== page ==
Iconic in appearance, The ‘’Tudor Bonnet’’ was a common Upper Class headpiece worn by Men around the late 15th Century. Although it would fall from mainstream fashion, The Bonnet would continue to be worn as a type of Academic insignia for many English Universities and Colleges. The Academic style even traveled over The Atlantic to The United States, where it is used in the same fashion. Made of common formed felt or soft cloth, the basic shape was circular. A soft cloth component attachment was attached which formed the fore and back head piece. Although darker colors were preferred, some were made in much more garish and expensive fabrics and colors. In some cases, especially among Nobility – attached items such as feathers or poms were added.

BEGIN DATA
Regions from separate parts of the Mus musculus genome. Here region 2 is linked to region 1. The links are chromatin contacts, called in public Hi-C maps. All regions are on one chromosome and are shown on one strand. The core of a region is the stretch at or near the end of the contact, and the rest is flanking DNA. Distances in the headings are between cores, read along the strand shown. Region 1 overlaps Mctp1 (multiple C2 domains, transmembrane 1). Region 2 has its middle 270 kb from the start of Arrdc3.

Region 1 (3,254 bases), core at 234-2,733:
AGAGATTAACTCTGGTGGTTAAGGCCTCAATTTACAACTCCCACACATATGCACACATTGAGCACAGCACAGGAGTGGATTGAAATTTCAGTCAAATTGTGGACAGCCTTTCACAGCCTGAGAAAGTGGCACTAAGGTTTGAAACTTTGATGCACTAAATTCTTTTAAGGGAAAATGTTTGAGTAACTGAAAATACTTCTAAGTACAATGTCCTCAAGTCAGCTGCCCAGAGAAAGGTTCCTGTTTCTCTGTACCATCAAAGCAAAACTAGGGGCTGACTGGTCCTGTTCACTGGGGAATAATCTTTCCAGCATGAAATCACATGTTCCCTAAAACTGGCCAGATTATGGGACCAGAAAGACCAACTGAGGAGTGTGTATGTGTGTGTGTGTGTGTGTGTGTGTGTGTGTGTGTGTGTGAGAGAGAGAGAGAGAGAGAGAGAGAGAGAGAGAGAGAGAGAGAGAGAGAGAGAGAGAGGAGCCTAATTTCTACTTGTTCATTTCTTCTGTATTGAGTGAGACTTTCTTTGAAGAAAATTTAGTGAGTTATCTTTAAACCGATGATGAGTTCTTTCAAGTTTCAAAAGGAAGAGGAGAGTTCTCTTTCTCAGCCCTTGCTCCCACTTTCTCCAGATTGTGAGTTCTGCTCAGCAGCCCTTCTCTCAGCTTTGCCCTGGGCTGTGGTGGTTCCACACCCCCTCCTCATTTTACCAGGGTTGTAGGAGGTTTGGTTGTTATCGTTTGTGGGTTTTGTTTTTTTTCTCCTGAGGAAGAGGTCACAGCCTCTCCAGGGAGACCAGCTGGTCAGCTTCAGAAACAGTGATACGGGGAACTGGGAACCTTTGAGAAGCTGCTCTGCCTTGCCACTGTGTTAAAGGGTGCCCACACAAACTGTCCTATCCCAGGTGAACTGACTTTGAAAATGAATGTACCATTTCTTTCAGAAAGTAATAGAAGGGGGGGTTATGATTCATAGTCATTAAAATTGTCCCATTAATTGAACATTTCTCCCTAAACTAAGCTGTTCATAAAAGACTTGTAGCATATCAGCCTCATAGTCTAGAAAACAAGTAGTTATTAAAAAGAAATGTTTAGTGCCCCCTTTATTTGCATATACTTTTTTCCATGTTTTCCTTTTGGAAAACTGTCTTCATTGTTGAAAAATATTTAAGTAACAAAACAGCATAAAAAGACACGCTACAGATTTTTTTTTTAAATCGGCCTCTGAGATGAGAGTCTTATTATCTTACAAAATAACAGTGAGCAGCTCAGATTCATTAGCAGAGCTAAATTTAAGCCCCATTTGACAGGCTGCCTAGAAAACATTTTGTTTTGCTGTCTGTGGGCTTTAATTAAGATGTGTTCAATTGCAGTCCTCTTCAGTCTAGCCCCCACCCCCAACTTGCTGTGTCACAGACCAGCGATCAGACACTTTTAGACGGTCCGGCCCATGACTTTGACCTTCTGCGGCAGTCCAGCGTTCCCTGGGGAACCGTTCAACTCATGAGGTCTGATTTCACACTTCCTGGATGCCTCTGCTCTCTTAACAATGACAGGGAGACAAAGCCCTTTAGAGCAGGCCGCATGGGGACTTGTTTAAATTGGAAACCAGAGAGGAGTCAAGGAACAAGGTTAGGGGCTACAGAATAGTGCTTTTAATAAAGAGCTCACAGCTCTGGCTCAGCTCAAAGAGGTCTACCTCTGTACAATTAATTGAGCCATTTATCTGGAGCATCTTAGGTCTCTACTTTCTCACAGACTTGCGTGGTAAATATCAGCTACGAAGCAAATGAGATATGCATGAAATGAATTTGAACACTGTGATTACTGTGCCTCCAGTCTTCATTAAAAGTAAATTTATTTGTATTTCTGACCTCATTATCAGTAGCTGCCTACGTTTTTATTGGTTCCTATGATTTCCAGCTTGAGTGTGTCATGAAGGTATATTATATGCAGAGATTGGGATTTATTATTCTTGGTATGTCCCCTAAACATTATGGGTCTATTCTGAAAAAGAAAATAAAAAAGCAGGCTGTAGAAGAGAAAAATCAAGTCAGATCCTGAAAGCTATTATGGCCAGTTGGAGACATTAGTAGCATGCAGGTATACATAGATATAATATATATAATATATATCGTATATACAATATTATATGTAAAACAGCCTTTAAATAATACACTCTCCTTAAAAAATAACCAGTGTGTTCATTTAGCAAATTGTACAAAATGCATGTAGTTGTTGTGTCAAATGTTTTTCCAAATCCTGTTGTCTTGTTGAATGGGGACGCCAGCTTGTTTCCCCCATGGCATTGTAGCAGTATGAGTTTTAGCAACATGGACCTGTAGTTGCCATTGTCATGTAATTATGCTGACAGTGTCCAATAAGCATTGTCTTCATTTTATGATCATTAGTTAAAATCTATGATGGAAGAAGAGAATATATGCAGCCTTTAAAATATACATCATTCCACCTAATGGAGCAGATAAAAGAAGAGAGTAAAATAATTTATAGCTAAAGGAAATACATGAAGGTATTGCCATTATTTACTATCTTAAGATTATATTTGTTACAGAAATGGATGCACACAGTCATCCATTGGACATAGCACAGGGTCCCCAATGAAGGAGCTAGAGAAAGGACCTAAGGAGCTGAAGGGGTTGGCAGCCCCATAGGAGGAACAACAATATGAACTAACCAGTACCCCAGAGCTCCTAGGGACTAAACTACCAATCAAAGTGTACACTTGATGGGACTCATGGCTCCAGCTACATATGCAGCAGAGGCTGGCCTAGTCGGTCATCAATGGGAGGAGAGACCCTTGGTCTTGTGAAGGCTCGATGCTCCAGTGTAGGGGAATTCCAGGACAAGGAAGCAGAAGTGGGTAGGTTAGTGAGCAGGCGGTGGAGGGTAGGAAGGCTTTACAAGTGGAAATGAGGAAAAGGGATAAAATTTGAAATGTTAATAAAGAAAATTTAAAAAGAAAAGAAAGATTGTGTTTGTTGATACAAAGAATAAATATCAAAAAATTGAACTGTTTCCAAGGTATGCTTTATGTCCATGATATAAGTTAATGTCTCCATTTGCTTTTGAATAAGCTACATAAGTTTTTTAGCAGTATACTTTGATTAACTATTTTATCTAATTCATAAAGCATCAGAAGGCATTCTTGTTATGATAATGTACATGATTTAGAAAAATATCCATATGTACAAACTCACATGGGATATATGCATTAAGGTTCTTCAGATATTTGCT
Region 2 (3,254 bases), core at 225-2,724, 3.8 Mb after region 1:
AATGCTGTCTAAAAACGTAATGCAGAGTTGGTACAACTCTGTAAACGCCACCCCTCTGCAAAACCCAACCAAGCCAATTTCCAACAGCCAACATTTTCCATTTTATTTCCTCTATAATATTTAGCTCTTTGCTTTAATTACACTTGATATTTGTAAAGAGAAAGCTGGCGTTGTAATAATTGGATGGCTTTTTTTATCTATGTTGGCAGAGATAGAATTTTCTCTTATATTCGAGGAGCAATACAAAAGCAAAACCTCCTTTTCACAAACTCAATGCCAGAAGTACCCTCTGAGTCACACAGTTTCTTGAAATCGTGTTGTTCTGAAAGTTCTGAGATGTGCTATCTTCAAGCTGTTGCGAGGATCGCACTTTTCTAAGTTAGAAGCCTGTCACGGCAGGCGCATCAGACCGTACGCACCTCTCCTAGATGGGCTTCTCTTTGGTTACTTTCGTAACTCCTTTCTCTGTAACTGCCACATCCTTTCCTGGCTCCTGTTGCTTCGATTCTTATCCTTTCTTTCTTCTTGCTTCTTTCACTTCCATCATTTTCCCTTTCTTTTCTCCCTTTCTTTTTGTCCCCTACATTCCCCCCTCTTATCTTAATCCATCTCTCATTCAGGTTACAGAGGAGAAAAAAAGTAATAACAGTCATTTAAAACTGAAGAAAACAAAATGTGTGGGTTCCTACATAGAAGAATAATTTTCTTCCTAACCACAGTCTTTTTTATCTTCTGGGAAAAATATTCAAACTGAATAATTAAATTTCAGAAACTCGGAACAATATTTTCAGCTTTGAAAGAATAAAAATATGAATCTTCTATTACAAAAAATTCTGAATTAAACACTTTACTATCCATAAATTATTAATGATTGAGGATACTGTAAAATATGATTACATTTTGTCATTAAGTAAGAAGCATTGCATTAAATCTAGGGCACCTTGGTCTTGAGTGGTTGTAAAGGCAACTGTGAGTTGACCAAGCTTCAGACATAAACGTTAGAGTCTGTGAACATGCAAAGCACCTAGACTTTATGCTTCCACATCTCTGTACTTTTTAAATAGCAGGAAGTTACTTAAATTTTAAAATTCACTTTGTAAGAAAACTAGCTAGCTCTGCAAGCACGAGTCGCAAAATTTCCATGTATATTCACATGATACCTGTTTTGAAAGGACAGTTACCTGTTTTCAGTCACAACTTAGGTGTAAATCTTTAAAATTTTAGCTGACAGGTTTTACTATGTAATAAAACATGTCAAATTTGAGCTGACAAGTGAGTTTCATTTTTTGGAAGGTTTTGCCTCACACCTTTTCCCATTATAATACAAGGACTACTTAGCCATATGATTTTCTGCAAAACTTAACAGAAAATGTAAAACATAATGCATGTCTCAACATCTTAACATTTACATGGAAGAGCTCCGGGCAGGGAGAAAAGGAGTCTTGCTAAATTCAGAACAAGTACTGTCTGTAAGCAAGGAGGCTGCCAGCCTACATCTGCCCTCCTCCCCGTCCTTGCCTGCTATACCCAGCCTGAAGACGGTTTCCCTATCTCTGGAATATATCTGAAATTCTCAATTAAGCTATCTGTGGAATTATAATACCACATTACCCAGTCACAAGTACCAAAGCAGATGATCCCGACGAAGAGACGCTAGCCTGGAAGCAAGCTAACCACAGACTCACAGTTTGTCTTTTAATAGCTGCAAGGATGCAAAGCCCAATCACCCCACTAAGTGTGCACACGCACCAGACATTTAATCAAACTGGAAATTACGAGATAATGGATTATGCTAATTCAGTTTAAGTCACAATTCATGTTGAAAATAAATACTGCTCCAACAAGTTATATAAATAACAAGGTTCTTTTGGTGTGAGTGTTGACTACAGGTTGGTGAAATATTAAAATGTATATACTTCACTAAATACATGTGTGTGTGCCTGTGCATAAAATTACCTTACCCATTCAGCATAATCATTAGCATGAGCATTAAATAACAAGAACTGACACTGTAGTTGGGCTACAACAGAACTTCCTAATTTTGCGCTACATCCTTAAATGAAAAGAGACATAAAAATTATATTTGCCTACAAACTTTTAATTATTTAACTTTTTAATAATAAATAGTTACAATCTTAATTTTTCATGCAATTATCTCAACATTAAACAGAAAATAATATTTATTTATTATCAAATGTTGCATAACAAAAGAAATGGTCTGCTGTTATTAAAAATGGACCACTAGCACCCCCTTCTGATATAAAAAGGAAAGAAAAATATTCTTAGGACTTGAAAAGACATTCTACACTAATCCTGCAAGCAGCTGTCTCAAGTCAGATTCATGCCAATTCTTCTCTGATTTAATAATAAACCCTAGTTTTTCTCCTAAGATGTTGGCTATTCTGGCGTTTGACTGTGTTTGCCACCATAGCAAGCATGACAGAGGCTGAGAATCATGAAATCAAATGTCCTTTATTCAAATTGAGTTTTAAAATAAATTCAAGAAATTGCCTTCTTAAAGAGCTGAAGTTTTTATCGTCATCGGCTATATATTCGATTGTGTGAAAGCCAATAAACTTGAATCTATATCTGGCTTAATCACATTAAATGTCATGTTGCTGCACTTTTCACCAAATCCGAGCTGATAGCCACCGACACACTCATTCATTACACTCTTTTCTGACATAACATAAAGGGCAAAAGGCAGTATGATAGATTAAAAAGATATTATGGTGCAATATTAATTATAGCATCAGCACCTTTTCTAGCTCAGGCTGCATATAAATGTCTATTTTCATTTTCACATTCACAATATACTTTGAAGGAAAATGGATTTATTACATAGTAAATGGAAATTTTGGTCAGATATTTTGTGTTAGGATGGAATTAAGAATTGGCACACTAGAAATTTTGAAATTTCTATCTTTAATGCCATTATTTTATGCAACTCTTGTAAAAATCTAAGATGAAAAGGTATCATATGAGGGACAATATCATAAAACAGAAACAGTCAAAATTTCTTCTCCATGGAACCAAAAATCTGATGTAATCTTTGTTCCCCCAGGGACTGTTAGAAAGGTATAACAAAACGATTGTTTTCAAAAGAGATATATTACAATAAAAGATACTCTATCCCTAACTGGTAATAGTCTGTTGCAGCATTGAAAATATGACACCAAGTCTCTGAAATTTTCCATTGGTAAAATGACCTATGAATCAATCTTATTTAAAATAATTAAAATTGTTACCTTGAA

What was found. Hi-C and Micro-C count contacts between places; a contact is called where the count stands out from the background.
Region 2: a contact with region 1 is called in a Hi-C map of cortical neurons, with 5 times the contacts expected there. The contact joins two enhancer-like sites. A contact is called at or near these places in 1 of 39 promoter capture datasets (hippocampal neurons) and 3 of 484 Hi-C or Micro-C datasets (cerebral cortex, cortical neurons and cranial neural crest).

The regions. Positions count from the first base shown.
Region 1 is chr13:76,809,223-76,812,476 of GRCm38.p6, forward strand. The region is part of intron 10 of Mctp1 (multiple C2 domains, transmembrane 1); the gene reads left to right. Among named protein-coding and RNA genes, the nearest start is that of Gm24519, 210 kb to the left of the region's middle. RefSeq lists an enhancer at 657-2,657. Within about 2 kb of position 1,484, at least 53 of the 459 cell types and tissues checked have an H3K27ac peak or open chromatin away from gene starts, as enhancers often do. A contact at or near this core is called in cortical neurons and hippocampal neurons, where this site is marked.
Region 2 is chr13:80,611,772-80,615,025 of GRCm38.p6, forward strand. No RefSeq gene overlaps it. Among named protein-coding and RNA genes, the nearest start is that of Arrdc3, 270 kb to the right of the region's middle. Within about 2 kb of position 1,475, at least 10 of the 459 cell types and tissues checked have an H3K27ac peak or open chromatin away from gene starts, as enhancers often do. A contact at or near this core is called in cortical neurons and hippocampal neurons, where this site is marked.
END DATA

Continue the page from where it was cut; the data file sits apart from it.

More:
Made particularly popular during the reign of England’s King Henry VIII, The Tudor Bonnet began the official headgear of The Royal Court. After his reign, and with The Bonnet becoming singular with Academic Institutions, The Tudor Bonnet was worn with Robes of Stature. These outer garments, descended from Royal Robes during The Medieval Era, are used to identify one’s “standing’’ with The Institution (Professor, Chairman etc.)